Saturday, 26 January 2019

Catch up time

A week's a long time in politics, it's even longer without a computer! Last Friday, a week ago that is, my PC slowed to a halt following a brief power outage. As chance had it I had been to spec a new computer the day before, but that wasn't soon enough. It was only Thursday gone that I had a usable machine. Even then I couldn't load any new photos to it as I needed a new card reader. That explains the lack of anything here for a while. The vile weather also kept me indoors so I only managed a brief trip to Dog Town and a couple of short wanders in the wood trying out a new lens in my quest to rationalise my gear - four were earmarked to pay for it, which they did.

Part of the rationalisation process is to try to rid myself of the crutch of my superzoom.Maybe the better rationalisation would be to keep that lens and get rid of all the others it duplicates!

Regardless of the cold and light lying snow I ventured to the moors for another sheep dog trial a week ago. I had intended to try the new lens out but was glad I stuck with the tried and tested one for photographing the action as the light was poor. It really has become a case of repetition with the dogs and the sheep. Looking for different angles is what keeps the interest up. I need a plan...

The truth of the matter is that there isn't much going on at a sheep dog trial most times that isn't sheep dogs rounding up sheep! The rest of it is people standing around, the judges sitting in a truck. Nonetheless I'm sure there is a decent project lurking in there somewhere.

I'm having a similar problem with the sheep project. Although with that I think I know where I should be looking. Today's show and sale was a bit of a damp squib. Mostly because I got there rather too late for the show, arriving half way through. I also seemed a bit rusty. Unable to 'see' pictures. Surprisingly when I got the files loaded on the new PC there were a few decent pictures.

My strategy of photographing just about anything seemed to have got my eye in. I always say there's no such thing as inspiration, only work. Make enough clicks and eventually you'll start making pictures. The junk doesn't matter. Which is where beginners, and not so beginners, can often go wrong. They worry about making bad pictures, as if 'real artists' make only good ones.

The thing is with painting the bad pictures get painted over - as X-rays of old masters reveal. Bad photographs linger unless you delete them. Which is something people are loathe to do as it's like killing your children. As a chicken fancier told me, if you want to breed good birds you have to be a good killer. No point keeping the rubbish.

The world of sheep shows and sales seems to have become a bit of a 'thing' in photographic terms. There are quite a few folk out there snapping away, from the journalistic side to the hobbyists and all points in between. Where I sit on that spectrum I'm not sure. But looking at what else is out there on t' web has made me wonder what I'm bringing to the scene. After all, people who farm and take photos are much better placed to record it. This makes me doubt myself.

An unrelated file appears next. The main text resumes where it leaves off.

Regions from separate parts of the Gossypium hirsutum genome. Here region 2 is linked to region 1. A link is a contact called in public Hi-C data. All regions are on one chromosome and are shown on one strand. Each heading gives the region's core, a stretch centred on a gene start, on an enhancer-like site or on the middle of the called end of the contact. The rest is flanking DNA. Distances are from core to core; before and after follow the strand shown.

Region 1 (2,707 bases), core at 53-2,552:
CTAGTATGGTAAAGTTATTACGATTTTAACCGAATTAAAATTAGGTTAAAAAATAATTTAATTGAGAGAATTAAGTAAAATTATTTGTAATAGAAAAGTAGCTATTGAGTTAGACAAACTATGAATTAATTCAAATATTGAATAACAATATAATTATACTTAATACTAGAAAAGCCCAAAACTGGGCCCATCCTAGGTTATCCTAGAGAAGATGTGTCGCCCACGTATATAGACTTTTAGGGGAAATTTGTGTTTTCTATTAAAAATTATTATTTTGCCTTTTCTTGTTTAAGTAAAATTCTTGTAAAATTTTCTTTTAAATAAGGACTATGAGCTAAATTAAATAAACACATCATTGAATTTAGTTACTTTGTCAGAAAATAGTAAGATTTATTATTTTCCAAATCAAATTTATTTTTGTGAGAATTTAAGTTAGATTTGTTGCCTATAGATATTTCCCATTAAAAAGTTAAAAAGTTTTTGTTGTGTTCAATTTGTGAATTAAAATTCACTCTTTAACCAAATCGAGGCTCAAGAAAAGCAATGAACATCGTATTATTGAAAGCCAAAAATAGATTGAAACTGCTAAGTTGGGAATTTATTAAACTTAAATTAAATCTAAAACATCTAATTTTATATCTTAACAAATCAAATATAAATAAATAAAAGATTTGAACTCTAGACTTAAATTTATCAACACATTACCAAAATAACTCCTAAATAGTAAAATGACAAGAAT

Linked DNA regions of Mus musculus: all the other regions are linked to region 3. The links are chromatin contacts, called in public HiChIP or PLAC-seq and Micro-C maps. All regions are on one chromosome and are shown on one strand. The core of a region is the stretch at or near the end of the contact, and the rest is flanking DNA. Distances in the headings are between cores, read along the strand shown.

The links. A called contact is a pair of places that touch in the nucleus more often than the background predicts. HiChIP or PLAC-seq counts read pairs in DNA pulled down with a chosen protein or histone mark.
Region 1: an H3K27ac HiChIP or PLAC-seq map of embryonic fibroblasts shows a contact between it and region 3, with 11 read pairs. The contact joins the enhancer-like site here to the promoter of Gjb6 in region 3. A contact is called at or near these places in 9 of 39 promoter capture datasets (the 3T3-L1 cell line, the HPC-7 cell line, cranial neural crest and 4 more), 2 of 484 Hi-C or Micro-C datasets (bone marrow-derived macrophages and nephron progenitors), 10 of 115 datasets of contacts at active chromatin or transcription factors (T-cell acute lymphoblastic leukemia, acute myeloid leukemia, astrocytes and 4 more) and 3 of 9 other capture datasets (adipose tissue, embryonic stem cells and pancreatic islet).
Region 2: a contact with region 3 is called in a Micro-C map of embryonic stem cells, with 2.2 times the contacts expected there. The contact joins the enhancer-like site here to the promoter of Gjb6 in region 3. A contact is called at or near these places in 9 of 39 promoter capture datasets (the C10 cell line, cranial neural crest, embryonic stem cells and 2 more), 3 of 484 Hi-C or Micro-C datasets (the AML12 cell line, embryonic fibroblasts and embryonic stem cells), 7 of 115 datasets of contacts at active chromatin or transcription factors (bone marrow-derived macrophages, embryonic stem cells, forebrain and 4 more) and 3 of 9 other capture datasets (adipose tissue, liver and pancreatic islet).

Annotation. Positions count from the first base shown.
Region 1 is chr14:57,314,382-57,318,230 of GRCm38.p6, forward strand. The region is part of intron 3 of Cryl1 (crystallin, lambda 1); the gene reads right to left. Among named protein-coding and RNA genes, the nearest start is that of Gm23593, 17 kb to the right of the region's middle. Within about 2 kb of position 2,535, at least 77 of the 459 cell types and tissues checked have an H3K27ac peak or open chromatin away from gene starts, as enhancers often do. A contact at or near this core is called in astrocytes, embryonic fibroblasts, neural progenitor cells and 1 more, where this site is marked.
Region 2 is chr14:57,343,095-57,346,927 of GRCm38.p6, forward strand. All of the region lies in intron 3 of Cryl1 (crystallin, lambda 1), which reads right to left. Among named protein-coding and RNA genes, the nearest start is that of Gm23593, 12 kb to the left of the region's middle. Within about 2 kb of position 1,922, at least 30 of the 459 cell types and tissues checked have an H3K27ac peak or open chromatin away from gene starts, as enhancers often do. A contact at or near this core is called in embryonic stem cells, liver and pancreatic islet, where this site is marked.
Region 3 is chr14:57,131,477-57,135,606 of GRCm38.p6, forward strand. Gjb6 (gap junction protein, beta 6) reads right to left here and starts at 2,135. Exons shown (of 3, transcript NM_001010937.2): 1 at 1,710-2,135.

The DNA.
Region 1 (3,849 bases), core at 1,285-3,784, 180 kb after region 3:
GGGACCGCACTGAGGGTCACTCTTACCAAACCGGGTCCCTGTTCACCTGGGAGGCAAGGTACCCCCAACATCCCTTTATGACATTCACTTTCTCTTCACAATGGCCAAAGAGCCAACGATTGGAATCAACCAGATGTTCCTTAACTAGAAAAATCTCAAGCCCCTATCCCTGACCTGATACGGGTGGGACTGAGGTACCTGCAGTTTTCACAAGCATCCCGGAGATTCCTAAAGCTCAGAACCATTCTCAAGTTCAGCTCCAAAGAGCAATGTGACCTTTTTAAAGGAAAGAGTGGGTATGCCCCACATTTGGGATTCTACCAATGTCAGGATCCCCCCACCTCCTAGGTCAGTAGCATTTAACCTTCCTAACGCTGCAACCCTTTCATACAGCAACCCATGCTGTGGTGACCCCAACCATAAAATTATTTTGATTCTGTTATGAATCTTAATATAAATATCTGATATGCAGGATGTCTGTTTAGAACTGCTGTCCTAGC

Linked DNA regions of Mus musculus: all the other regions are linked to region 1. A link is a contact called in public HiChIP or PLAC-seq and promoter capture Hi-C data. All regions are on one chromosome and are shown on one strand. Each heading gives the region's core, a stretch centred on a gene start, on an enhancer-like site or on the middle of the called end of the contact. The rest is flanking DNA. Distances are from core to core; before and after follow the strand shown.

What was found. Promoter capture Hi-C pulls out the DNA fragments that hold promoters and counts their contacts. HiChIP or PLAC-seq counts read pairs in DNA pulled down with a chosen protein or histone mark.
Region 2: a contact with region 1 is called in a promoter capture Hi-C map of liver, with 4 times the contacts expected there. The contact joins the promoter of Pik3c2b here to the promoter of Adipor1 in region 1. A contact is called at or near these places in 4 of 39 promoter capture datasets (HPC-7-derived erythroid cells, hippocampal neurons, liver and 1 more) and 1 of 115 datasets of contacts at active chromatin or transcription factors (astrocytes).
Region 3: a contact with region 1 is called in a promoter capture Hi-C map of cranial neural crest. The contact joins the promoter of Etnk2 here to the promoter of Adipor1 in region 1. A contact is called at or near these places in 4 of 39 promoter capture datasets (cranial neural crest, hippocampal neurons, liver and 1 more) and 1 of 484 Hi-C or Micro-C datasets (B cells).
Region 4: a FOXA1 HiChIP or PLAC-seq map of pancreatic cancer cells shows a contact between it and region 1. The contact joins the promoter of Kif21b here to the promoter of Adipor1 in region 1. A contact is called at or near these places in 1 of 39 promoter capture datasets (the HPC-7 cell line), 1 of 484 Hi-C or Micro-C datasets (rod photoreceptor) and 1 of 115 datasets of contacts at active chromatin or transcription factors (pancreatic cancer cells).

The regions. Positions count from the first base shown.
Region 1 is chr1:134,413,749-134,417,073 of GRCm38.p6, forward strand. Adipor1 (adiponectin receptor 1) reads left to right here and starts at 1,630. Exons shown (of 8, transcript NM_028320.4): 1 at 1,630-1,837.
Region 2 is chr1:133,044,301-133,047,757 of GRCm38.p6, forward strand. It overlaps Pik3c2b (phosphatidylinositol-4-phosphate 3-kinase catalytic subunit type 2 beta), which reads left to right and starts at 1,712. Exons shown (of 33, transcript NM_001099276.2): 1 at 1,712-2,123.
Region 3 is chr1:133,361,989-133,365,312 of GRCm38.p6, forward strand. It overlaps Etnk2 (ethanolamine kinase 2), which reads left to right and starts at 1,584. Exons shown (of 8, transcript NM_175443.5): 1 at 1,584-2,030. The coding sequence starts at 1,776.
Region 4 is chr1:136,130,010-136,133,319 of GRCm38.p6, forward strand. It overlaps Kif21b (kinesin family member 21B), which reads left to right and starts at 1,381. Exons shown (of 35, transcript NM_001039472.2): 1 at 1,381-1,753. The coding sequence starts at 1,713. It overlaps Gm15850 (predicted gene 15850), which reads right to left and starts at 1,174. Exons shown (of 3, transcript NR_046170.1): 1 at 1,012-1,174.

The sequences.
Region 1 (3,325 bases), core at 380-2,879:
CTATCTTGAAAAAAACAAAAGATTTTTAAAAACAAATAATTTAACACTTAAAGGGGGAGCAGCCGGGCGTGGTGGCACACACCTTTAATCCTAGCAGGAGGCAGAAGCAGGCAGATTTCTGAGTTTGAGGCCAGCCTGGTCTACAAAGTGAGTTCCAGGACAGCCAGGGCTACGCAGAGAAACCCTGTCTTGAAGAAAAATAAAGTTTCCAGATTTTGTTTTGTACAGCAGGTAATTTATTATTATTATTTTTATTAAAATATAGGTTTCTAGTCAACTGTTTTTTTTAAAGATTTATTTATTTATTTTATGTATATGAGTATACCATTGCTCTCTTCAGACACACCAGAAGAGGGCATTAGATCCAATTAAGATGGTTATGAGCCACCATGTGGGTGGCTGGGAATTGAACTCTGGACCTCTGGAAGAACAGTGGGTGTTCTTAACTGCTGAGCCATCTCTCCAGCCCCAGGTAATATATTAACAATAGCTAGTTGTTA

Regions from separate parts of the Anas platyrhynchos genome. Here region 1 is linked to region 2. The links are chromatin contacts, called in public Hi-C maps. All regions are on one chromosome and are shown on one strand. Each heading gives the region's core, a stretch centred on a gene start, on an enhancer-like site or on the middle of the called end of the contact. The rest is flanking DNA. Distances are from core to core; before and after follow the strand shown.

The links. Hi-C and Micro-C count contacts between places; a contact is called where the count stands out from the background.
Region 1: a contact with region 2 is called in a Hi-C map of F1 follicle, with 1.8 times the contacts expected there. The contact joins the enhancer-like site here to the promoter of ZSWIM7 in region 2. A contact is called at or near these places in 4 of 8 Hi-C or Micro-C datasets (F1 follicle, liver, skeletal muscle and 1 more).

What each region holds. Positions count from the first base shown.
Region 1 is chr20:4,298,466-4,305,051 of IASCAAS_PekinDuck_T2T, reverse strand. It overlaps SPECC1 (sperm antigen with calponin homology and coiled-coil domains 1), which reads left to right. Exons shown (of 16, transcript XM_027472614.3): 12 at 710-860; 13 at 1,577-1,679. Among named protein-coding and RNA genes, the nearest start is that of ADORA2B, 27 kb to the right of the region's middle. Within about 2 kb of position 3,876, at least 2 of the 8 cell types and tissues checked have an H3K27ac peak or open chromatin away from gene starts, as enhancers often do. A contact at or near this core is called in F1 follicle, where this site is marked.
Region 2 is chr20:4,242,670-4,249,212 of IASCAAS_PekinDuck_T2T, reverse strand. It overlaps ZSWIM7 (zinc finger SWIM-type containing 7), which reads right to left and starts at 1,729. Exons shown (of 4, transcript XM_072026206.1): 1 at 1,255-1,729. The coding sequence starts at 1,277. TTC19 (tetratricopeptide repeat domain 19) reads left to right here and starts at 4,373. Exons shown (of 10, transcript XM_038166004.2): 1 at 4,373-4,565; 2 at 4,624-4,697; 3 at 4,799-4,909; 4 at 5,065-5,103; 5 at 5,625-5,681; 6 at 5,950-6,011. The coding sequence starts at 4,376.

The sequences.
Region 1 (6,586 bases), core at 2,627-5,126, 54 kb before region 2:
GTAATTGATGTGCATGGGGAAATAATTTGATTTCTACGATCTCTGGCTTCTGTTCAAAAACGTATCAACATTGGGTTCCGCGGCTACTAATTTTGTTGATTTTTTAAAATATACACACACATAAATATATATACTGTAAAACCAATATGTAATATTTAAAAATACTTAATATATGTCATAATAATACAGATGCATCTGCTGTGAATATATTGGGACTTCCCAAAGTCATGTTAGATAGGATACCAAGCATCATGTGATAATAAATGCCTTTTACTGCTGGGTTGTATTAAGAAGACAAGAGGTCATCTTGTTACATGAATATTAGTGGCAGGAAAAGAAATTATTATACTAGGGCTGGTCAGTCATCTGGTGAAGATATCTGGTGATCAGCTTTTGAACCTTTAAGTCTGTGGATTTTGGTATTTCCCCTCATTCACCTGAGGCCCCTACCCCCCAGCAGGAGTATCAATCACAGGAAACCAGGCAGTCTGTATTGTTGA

Then I look at the pictures being made and compare them with mine. Either mine are really crap or I do have a different way of looking to most. I can certainly see now that I have 'a style'. I'm not sure what that style is, exactly, but it's not slick, clever, or eye catching. Best I don't think about it too much though, or it might disappear!

Something that is apparent at shows and sales is the sense of community. They may be about business, but there's more to it than that.

As part of my attempt to wean myself off longer focal lengths I stuck the 20mm on for a while. Provided I can keep faces away from the edge of the frame apparent distortion is minimal, so the pictures don't look as if they have been shot with an ultrawide lens. This makes it surprisingly useful in candid situations as you can be 'in someone's face' and they are unaware that you have photographed them. I don't think the picture above looks like your typical ultrawide shot.

The longest focal length I used today was the 100mm of my macro lens (which I use mostly as a non-macro). The rest of the time I used the slow 24-85. If I'm honest I think it was too slow. Time to revert to either the fast standard zoom, or my set of primes. The zooms do make me lazy at seeing pictures. More often than not it's where you move to that turns a snap into a picture rather than what you zoom your lens to when you see something with potential. Not always. But usually.

Even so, I am overcoming my reluctance to crop images. Sheep dog action in particular is difficult to frame precisely, although I'm sure practice would improve that. At other times I run out of focal length.

I am also taming my aversion to black and white. In the case below the original is almost monochromatic, which was what prompted the conversion.

That'll do for now. More waffle to follow in the near future. If the pictures in this post look odd, blame my computer monitor. The one from my old PC won't work with the new one so I'm using a spare which is less than desirable. Depending on the angle I look at it pictures are either contrasty or washed out, or just odd. Normal service will be resumed as soon as I splash some more cash.

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